Syrian Refugee Tripped by Camerawoman to Arrive in Spain to Work as Soccer Coach

Osama Abdul Mohsen and his son, 7, offered a chance at a new life in Spain.

September 17, 2015, 8:20 AM

— -- The Syrian refugee who was tripped while holding his child by a Hungarian camerawoman has moved to Spain after a soccer coaching school offered to help his family rebuild their lives.

Osama Abdul Mohsen, and his 7-year-old son Zaid, were emotional when they were greeted at Atocha train station in Madrid by staff from the soccer school.

"I love you, I love Madrid, I love Spain, all of Spain, thank you for all (for everything). This (is) very, very important for my life,” he said, speaking to reporters on the platform.

Camerawoman Petra Laszlo sent Osama and Zaid tumbling to the ground last week in a field while refugees and migrants were running away from authorities near the Hungarian village of Roszke. Video of the incident outraged many and the camerawoman was fired.

When Mohsen arrived in Germany, media reports emerged that he had been a soccer coach in Syria. Moved by the story, the president of CENAFE, a private Spanish soccer coaching school, decided he wanted to help them.

Now settled in his new home, Mohsen spoke about life in Syria saying it was “very, very difficult for anything, for life, for work, for sleep, for anything. War, war, war and everywhere you see dead'. He lived in Turkey one year, Osama said in an interview with Spanish television TVE, before embarking on his journey.

“Thank you to everyone in Spain who has shown solidarity with Osama and his son Zaid,” the school Tweeted, adding that Osama Abdul Mohsen and his 7-year-old son Zaid will be arriving later this evening.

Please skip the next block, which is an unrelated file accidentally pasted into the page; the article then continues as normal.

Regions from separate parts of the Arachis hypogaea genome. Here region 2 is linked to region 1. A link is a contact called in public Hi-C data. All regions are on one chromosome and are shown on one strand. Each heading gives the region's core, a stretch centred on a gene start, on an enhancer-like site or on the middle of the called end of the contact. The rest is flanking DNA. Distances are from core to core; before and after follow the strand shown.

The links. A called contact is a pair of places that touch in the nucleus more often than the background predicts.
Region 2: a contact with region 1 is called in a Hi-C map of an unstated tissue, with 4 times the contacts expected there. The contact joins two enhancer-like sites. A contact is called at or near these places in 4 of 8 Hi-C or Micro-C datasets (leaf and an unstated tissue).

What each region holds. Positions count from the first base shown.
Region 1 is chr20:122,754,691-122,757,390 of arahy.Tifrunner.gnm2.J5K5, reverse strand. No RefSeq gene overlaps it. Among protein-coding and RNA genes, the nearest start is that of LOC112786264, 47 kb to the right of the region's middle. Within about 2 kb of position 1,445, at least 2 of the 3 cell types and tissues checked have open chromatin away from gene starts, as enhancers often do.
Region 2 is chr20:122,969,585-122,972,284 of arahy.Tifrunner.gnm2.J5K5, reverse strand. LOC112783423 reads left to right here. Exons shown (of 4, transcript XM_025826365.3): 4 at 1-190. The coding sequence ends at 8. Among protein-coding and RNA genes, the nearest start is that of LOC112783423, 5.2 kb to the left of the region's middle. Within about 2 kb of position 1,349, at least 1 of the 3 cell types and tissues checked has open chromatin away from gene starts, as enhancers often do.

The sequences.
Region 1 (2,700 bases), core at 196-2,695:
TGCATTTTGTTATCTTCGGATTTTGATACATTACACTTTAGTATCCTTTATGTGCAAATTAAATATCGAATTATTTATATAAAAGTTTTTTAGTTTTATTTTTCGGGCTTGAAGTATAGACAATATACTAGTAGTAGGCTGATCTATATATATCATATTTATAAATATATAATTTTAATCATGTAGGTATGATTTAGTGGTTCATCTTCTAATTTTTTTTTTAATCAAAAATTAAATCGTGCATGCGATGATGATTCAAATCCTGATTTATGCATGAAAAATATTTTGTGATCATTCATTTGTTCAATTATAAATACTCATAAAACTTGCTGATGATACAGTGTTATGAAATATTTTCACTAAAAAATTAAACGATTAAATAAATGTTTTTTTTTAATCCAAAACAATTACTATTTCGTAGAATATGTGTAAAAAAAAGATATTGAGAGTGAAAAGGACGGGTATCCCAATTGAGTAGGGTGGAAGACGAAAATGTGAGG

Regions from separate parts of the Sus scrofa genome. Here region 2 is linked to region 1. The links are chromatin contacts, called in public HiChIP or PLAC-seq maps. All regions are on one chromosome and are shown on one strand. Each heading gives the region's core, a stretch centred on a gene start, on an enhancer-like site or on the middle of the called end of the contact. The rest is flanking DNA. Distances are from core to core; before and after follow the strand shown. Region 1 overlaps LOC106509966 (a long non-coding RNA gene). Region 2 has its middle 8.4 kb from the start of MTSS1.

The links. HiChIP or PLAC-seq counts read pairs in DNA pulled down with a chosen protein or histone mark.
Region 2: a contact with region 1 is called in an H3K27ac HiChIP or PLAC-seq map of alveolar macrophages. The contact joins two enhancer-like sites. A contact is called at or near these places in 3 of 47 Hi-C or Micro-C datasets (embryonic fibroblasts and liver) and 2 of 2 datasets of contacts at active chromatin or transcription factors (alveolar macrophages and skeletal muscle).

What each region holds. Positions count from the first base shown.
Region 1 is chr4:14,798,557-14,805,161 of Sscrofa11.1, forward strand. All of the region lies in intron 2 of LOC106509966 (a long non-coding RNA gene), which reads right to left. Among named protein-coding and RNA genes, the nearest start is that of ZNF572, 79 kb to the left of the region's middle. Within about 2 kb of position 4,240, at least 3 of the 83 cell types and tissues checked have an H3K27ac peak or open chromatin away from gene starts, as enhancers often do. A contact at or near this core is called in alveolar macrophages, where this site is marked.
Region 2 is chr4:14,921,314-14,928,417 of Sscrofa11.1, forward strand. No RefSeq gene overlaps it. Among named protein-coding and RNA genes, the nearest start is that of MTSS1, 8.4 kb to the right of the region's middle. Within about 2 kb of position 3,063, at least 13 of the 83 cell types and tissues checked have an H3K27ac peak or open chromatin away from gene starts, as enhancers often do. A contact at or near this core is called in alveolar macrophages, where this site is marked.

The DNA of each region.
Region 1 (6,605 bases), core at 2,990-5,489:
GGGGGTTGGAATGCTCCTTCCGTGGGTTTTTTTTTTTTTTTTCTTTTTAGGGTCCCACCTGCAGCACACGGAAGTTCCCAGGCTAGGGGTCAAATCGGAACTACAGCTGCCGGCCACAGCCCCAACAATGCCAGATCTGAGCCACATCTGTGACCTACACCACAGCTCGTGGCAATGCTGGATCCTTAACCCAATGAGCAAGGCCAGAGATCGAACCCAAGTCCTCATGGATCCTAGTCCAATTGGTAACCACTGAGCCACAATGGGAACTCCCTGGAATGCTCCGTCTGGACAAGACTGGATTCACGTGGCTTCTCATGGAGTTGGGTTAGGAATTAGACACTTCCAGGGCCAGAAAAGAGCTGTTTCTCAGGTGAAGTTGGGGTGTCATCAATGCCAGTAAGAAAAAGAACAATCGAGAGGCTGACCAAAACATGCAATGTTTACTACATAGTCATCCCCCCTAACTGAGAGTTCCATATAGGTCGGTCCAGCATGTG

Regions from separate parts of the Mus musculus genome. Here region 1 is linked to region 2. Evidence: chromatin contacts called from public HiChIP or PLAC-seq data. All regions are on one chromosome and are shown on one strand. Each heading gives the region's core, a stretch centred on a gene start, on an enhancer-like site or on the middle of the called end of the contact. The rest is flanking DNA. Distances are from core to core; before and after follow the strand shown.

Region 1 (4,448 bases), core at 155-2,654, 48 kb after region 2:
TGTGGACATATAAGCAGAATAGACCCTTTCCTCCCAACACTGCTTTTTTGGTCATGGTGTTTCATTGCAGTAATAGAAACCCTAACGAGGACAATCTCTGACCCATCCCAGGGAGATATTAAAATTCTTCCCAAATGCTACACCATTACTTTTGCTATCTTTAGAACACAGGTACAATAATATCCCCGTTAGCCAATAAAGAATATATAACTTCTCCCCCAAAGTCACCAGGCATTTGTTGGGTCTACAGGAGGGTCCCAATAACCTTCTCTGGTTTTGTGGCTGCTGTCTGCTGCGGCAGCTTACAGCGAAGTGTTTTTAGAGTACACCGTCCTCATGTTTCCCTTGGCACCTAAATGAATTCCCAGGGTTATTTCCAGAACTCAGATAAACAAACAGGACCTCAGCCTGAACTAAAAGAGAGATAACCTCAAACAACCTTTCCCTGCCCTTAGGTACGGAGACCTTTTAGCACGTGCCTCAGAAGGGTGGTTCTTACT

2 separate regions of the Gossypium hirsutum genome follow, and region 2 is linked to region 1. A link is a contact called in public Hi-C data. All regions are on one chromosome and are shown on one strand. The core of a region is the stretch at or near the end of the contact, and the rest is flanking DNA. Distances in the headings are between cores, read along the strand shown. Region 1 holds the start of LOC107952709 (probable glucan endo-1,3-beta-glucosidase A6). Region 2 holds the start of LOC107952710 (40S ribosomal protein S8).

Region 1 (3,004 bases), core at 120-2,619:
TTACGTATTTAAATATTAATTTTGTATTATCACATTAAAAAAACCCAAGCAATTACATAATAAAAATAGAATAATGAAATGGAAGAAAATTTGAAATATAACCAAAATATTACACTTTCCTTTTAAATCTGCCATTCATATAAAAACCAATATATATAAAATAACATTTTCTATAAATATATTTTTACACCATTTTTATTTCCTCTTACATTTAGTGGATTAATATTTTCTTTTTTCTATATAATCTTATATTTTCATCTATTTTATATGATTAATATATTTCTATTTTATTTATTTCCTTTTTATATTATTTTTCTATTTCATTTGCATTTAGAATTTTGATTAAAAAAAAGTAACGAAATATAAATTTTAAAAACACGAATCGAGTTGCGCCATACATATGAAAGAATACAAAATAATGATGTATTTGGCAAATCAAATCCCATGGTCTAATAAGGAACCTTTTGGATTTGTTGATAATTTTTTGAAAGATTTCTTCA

Miguel Angel Galan, president of the school, called the Spanish newspaper El Mundo to ask one of their reporters to help them locate the father and son. Once they were put in touch by phone, Galan offered Mohsen to train in Spain. In a written statement, the school notes that they offered to cover his travels and pay for his housing in Getafe, a suburb of Madrid as well as paying for their maintenance until Osama would be able to find a job.

Once Mohsen accepted the offer, the school asked one of their Arabic-speaking students, Mohammed El Laubrozzi, 23, to travel to Munich to meet the family. They traveled to Paris, where they caught a train to Barcelona, and then a train to Madrid.

“I have support of the municipality to help them in their new life," Galan said in the statement, adding that he hopes to help Osama bring his wife and two more of his children who are in Turkey.

Spain last week agreed to take 17,680 refugees from Syria and other countries under a plan set up by the European Commission.

Politicians should take measures "so that they have a role here,” Galan said, adding that helping refugees "isn't about political parties or football federations."